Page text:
Writing

Thoughts on writing

On the Passing of Kit Reed

reedOne of my earliest writing mentors, Kit Reed, passed away recently. If you don’t know her work, I highly recommend you check it out.

I first knew Kit as RedWriter in our online writing class. Later, when she offered to tutor me one-on-one, we would sit in her warm kitchen and eat wafer cookies or pizza bagels, and she would offer her critiques on my work, and advice on the writing life. When my other classes or personal life became overwhelming (which they did, often), Kit would shake her head and say, “Triage.” She meant: set aside everything that’s less important than your writing. Do what you have to in order to prioritize your art. Even at a sprightly 75 years of age, she got up every morning to work. To craft whatever strange and heartbreaking new novel was currently thudding in her veins.

Kit was a fan of a process I termed the “Brick Shithouse” method of writing (at least I think I termed it– it may have been one of her own foul-mouthed inventions). She would write one page at a time, finishing that 500 words or so, then start over and rewrite it. Again and again she’d rewrite a single page until it was right, only then moving on to the next page, building her novel brick by solid brick. “You learn what you’re trying to say as you say it,” she’d tell me. She was the first person to introduce me to this deliberate, sometimes plodding, language-first style of storytelling. And for a sloppy speed-demon like myself, it was the best advice.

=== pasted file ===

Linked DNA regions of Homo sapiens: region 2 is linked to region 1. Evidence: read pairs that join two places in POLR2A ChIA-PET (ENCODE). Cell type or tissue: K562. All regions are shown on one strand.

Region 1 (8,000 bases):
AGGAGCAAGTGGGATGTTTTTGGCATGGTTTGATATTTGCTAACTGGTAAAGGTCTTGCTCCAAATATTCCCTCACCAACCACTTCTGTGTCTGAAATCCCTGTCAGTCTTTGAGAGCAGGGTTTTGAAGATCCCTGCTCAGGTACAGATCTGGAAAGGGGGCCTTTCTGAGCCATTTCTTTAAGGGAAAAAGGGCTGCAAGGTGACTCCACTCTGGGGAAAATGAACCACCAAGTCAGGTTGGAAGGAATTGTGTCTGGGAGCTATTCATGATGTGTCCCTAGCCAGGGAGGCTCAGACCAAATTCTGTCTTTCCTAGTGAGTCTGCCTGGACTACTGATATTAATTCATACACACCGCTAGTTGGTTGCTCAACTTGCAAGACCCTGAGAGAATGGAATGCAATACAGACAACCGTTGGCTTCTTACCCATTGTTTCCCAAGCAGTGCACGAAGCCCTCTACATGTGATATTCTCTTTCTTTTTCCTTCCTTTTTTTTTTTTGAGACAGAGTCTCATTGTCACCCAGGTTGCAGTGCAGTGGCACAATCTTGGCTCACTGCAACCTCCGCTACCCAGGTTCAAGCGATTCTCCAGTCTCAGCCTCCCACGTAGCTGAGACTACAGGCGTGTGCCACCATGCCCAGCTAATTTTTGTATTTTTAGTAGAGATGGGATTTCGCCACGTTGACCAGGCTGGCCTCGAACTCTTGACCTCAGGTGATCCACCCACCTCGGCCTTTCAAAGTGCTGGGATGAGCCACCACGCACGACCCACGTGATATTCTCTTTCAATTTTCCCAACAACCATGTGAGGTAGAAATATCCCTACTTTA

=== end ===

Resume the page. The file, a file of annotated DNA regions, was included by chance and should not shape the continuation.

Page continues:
One afternoon I turned in a draft that was riddled with typos. The story was there, I figured. I could fix the tiny mistakes later. When we sat down at the kitchen table, Kit handed the half-read manuscript to me and said, “Don’t ever waste my time like this again.” There would be no class that day. I was to go home and fix my shit. If I expected respectful critiques, I better damn well respect my reader enough to deliver a clean draft. Today, I still call myself the King of Typos, but I reread everything I send or post again and again; errors do slip by, but never from laziness. Today, I return sample pages that aren’t numbered, or don’t include the author’s name. My feedback is a bit softer in tone, but the message is the same. Respect your reader. Don’t waste my time with this shit.

Kit never minced words. As such, our sessions weren’t always comfortable. But I learned more from her than anyone. I learned to treasure the gift of being a writer. The tools it gave me for navigating the world. When I was in pain (which was often, those years), she told me, “It’s all copy.” And she was right. Nothing in life is wasted. It all comes out in the work.